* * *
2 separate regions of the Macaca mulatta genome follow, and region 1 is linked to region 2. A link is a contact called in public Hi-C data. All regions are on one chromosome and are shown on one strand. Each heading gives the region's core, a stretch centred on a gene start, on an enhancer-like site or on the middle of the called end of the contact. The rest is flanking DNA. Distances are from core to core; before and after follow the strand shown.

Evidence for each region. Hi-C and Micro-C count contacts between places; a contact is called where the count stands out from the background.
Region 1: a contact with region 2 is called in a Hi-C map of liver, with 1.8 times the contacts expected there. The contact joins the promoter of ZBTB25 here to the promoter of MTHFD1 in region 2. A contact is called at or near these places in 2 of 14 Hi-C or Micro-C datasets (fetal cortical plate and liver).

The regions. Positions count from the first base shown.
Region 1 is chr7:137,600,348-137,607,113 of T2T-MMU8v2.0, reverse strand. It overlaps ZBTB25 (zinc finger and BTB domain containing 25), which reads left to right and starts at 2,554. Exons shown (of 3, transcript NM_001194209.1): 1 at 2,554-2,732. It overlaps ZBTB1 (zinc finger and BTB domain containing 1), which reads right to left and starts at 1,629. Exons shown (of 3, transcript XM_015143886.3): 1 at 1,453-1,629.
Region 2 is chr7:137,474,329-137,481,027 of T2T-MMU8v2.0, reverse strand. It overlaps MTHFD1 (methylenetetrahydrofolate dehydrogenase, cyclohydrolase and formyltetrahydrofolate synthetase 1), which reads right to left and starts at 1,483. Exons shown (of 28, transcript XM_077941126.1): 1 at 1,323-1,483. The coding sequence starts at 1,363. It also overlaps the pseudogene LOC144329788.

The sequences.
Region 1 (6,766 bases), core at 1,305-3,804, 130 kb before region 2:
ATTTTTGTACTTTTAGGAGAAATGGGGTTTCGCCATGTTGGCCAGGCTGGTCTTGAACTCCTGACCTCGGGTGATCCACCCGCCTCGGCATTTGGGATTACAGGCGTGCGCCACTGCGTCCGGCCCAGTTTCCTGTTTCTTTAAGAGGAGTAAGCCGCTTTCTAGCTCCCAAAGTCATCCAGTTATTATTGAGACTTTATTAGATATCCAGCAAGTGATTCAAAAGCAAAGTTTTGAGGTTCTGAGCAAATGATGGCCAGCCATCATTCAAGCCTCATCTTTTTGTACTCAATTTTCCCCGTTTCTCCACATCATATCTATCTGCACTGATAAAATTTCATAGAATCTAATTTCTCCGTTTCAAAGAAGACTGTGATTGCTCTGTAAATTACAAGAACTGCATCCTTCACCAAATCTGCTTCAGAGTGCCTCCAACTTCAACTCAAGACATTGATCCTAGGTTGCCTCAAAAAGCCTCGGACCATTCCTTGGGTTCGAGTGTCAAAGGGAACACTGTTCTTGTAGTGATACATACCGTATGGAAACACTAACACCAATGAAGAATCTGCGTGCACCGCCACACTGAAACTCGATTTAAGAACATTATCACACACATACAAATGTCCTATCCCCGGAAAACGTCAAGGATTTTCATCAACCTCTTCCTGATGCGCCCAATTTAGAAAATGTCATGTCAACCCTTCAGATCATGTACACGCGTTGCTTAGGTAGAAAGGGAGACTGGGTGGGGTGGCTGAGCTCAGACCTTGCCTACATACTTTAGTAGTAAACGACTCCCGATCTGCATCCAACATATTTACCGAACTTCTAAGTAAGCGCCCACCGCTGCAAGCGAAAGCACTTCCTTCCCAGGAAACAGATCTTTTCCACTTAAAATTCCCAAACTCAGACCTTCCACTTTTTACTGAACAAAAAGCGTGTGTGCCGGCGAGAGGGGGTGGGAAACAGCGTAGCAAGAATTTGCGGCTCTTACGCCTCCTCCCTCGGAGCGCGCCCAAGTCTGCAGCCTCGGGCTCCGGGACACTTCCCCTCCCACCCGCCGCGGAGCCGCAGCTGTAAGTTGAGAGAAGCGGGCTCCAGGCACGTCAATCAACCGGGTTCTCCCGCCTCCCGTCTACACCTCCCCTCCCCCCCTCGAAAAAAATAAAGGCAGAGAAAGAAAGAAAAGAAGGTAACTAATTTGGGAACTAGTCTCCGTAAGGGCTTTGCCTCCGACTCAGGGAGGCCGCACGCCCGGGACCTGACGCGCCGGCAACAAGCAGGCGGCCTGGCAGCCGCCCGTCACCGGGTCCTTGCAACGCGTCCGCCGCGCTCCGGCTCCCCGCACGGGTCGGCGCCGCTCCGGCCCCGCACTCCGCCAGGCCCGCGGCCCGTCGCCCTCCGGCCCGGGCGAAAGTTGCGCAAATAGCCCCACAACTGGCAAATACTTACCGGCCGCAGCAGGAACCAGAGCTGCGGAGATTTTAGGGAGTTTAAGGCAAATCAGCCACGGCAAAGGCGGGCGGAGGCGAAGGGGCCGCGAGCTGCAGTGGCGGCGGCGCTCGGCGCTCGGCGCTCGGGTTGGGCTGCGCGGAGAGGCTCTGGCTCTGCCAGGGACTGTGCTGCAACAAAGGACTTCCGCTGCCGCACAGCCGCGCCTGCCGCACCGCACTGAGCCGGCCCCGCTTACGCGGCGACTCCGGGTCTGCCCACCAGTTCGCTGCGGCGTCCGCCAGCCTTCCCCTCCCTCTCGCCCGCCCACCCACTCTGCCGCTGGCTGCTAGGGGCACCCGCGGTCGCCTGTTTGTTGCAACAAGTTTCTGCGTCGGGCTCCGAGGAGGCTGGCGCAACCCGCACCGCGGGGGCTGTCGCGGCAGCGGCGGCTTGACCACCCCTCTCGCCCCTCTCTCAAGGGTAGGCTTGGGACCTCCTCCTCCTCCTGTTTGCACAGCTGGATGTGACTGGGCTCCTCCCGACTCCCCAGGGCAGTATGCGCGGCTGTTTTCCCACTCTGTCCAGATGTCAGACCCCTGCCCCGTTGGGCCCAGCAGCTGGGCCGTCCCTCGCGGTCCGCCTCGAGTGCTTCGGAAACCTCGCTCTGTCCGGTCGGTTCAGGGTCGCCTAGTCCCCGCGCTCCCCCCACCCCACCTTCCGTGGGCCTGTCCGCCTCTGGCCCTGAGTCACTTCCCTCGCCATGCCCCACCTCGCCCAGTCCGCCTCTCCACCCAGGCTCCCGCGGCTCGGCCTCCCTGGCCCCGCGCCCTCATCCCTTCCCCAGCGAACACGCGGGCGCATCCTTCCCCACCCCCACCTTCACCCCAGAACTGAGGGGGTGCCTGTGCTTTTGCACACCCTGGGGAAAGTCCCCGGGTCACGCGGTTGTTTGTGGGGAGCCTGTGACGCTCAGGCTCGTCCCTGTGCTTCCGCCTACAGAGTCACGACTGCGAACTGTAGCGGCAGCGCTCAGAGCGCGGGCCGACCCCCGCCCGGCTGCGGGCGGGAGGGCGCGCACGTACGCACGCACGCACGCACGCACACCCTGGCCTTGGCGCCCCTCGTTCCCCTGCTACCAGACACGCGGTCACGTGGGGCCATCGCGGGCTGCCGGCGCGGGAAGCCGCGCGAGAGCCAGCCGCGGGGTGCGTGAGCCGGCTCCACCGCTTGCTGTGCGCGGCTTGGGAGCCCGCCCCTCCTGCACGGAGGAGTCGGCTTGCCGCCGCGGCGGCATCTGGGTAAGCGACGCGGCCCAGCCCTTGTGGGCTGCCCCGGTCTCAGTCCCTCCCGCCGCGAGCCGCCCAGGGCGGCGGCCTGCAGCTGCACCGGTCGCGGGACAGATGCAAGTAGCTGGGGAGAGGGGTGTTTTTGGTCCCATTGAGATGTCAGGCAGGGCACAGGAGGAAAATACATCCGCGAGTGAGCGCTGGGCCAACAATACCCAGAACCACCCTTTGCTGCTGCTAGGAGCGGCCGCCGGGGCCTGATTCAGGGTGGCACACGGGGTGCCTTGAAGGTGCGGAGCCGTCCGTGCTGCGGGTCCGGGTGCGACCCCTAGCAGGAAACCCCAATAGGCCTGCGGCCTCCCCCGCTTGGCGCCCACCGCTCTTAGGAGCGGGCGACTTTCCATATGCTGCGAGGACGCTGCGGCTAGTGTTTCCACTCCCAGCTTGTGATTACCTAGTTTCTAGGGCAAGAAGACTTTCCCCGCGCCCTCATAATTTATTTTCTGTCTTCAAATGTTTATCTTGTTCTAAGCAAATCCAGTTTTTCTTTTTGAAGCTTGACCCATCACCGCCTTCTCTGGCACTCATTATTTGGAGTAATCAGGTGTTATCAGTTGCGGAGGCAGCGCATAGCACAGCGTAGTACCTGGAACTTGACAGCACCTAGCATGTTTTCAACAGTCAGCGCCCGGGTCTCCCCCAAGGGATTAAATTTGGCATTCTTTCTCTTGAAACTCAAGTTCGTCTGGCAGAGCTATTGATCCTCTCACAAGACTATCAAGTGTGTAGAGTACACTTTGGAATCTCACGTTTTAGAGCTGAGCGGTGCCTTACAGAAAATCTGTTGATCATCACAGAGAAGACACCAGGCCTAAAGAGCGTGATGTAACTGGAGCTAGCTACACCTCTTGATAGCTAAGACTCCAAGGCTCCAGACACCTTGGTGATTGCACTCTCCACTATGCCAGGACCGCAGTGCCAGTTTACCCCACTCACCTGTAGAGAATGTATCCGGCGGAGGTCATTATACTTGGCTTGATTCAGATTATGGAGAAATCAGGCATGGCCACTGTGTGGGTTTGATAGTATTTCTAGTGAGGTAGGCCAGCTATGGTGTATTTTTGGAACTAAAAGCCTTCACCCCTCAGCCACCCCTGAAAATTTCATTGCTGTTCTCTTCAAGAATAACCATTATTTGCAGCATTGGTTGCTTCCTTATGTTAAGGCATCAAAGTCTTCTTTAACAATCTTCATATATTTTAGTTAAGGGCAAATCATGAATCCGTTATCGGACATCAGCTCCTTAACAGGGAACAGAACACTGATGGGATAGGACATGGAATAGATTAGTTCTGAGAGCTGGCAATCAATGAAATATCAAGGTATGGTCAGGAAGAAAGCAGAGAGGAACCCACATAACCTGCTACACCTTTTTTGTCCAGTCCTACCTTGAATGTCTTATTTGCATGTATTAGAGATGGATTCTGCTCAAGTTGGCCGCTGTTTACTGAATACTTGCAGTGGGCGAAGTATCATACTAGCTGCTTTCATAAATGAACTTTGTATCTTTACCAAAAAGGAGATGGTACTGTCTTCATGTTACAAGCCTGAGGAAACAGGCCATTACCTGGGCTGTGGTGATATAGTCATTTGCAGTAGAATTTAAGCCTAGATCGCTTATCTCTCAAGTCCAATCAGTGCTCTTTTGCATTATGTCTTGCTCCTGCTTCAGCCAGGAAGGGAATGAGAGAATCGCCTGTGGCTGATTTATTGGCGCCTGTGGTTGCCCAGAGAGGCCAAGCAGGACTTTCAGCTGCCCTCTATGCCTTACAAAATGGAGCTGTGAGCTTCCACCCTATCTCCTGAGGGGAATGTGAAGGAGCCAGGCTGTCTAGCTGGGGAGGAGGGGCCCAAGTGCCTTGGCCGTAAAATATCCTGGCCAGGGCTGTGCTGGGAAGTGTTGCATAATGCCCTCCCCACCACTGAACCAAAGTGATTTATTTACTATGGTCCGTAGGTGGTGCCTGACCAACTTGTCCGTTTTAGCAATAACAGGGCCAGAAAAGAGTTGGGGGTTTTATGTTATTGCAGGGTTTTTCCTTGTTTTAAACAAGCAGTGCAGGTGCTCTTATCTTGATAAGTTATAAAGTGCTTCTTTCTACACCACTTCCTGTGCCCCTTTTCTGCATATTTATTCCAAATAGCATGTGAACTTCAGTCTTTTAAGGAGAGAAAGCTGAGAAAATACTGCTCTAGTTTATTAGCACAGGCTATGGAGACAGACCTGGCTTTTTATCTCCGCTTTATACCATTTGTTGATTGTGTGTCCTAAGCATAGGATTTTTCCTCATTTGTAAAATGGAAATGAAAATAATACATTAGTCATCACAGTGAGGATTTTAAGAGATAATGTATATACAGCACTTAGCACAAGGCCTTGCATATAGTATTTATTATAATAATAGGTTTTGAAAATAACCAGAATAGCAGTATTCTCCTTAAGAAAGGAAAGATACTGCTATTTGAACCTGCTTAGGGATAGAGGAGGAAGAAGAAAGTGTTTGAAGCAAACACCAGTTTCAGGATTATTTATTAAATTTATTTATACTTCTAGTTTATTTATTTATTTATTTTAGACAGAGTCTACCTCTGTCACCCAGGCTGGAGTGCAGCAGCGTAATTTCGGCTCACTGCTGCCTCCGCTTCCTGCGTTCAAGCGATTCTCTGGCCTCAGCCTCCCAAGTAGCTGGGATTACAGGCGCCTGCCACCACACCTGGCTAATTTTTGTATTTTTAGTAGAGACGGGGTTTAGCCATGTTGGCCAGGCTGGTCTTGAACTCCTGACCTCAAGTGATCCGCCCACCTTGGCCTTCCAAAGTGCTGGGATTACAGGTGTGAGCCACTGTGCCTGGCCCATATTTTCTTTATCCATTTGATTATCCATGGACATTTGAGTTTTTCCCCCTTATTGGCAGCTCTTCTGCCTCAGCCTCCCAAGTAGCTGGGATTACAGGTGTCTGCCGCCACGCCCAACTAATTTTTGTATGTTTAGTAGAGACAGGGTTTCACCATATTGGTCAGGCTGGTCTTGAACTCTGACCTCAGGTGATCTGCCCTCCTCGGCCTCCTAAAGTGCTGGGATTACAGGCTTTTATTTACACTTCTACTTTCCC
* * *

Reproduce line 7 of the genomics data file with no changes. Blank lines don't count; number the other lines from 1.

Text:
The sequences.